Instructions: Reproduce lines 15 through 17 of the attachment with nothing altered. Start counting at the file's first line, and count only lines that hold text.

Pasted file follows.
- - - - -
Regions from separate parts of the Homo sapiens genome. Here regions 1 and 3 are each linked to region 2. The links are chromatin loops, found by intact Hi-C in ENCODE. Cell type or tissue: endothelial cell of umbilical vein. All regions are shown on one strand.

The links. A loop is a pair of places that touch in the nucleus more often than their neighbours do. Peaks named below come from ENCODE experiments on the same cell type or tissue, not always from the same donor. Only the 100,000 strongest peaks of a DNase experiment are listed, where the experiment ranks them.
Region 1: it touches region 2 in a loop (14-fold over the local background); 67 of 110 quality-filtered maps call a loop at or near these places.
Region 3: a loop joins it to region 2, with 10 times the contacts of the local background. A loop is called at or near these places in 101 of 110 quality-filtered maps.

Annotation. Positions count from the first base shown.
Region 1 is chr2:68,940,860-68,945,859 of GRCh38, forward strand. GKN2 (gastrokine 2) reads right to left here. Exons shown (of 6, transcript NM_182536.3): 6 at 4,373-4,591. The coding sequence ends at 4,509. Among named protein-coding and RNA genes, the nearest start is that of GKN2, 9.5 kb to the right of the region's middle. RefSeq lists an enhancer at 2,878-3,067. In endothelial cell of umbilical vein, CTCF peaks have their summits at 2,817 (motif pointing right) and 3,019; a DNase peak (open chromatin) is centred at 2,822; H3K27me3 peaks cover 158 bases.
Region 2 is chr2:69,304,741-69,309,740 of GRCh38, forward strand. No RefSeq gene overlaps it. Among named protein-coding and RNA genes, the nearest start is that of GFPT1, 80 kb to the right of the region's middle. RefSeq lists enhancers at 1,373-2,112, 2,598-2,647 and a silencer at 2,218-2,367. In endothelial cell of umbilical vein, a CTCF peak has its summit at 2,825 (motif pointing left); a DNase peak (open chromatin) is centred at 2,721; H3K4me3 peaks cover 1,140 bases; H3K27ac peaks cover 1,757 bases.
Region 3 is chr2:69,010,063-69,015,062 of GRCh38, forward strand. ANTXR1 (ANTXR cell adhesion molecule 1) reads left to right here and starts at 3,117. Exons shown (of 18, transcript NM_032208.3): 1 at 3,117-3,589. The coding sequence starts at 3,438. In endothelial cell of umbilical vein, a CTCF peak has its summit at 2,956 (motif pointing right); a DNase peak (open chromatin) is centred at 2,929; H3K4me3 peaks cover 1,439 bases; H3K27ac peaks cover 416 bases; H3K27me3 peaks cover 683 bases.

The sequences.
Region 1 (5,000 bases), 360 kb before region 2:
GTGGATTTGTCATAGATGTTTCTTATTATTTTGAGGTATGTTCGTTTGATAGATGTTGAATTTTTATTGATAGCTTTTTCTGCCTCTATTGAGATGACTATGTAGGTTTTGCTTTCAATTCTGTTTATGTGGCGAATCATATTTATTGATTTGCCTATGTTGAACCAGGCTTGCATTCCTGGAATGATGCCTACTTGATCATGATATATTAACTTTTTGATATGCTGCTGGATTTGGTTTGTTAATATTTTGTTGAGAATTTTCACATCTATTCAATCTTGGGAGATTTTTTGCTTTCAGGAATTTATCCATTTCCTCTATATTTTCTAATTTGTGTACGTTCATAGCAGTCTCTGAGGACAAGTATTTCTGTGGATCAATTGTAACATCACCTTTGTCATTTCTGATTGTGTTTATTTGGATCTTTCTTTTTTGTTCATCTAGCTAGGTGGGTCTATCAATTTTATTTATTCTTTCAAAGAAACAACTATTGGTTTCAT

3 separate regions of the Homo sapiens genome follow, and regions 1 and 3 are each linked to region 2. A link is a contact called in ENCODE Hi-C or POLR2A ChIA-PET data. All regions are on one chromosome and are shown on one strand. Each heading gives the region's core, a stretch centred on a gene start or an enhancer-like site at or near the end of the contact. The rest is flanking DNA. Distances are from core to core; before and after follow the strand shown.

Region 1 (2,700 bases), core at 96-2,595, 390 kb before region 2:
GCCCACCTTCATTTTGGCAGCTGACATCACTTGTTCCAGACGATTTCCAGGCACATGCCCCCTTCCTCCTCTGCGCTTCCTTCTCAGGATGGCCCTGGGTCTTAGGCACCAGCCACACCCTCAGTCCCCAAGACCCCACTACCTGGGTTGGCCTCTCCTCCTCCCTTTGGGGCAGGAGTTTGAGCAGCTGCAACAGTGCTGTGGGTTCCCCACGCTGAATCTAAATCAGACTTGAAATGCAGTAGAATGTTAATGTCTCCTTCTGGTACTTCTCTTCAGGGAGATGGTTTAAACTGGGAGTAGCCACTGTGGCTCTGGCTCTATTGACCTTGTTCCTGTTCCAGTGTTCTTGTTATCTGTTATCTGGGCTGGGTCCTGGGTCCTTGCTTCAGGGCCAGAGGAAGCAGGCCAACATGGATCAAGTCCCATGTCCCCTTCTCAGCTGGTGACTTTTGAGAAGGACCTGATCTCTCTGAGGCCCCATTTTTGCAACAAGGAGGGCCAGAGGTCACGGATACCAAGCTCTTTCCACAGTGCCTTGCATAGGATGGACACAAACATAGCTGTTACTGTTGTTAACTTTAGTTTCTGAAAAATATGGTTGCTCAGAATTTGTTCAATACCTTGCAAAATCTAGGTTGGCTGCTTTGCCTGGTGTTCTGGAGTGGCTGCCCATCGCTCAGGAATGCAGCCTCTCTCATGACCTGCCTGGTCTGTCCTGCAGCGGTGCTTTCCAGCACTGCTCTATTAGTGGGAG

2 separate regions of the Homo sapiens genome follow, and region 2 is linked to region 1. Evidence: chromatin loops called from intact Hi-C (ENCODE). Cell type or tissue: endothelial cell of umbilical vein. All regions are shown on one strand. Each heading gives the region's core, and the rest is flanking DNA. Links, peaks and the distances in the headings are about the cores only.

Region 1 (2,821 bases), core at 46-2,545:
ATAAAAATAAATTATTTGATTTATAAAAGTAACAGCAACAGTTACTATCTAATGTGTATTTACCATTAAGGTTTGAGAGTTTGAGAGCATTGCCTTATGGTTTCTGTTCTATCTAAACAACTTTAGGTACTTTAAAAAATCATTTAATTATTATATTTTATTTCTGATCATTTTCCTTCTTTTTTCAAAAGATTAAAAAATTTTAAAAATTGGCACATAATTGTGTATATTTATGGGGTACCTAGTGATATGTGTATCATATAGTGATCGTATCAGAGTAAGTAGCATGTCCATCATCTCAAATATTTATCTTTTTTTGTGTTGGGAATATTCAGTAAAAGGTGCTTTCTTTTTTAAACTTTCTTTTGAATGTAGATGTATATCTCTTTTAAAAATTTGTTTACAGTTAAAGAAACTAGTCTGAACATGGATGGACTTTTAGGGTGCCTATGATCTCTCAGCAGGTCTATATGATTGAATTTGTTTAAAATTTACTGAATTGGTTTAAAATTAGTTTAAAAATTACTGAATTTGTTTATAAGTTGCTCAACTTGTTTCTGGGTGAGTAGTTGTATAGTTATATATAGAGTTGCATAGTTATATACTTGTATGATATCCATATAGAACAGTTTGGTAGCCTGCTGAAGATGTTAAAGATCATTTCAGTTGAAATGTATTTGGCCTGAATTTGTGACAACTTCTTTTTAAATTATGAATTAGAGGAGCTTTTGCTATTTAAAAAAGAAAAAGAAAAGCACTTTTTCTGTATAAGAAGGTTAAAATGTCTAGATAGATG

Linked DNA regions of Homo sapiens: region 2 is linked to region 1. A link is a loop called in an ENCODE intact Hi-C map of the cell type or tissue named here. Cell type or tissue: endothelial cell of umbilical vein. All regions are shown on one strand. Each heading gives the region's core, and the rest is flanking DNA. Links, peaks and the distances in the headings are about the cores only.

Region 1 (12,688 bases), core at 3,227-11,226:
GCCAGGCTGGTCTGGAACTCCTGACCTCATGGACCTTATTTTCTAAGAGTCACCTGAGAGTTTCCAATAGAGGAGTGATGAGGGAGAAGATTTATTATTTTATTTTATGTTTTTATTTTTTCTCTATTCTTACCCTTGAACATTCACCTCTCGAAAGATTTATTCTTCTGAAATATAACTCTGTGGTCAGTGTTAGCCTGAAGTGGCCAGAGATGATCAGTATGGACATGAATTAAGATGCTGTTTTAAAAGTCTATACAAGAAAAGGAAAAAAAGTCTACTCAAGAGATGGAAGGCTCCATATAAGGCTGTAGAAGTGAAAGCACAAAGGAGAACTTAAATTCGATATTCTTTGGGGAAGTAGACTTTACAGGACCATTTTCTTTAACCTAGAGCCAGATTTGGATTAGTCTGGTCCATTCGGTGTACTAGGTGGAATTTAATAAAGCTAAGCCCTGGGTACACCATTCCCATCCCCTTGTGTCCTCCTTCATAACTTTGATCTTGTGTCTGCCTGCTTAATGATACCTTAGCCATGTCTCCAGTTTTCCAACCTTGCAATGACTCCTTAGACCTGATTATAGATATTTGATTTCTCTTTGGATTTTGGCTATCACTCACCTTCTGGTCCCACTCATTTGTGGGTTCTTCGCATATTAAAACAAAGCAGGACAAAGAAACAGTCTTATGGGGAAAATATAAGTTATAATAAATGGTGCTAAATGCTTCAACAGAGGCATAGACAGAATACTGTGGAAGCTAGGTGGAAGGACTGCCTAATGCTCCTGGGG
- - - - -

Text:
2 separate regions of the Homo sapiens genome follow, and region 2 is linked to region 1. Evidence: chromatin loops called from intact Hi-C (ENCODE). Cell type or tissue: endothelial cell of umbilical vein. All regions are shown on one strand. Each heading gives the region's core, and the rest is flanking DNA. Links, peaks and the distances in the headings are about the cores only.

Region 1 (2,821 bases), core at 46-2,545:
ATAAAAATAAATTATTTGATTTATAAAAGTAACAGCAACAGTTACTATCTAATGTGTATTTACCATTAAGGTTTGAGAGTTTGAGAGCATTGCCTTATGGTTTCTGTTCTATCTAAACAACTTTAGGTACTTTAAAAAATCATTTAATTATTATATTTTATTTCTGATCATTTTCCTTCTTTTTTCAAAAGATTAAAAAATTTTAAAAATTGGCACATAATTGTGTATATTTATGGGGTACCTAGTGATATGTGTATCATATAGTGATCGTATCAGAGTAAGTAGCATGTCCATCATCTCAAATATTTATCTTTTTTTGTGTTGGGAATATTCAGTAAAAGGTGCTTTCTTTTTTAAACTTTCTTTTGAATGTAGATGTATATCTCTTTTAAAAATTTGTTTACAGTTAAAGAAACTAGTCTGAACATGGATGGACTTTTAGGGTGCCTATGATCTCTCAGCAGGTCTATATGATTGAATTTGTTTAAAATTTACTGAATTGGTTTAAAATTAGTTTAAAAATTACTGAATTTGTTTATAAGTTGCTCAACTTGTTTCTGGGTGAGTAGTTGTATAGTTATATATAGAGTTGCATAGTTATATACTTGTATGATATCCATATAGAACAGTTTGGTAGCCTGCTGAAGATGTTAAAGATCATTTCAGTTGAAATGTATTTGGCCTGAATTTGTGACAACTTCTTTTTAAATTATGAATTAGAGGAGCTTTTGCTATTTAAAAAAGAAAAAGAAAAGCACTTTTTCTGTATAAGAAGGTTAAAATGTCTAGATAGATG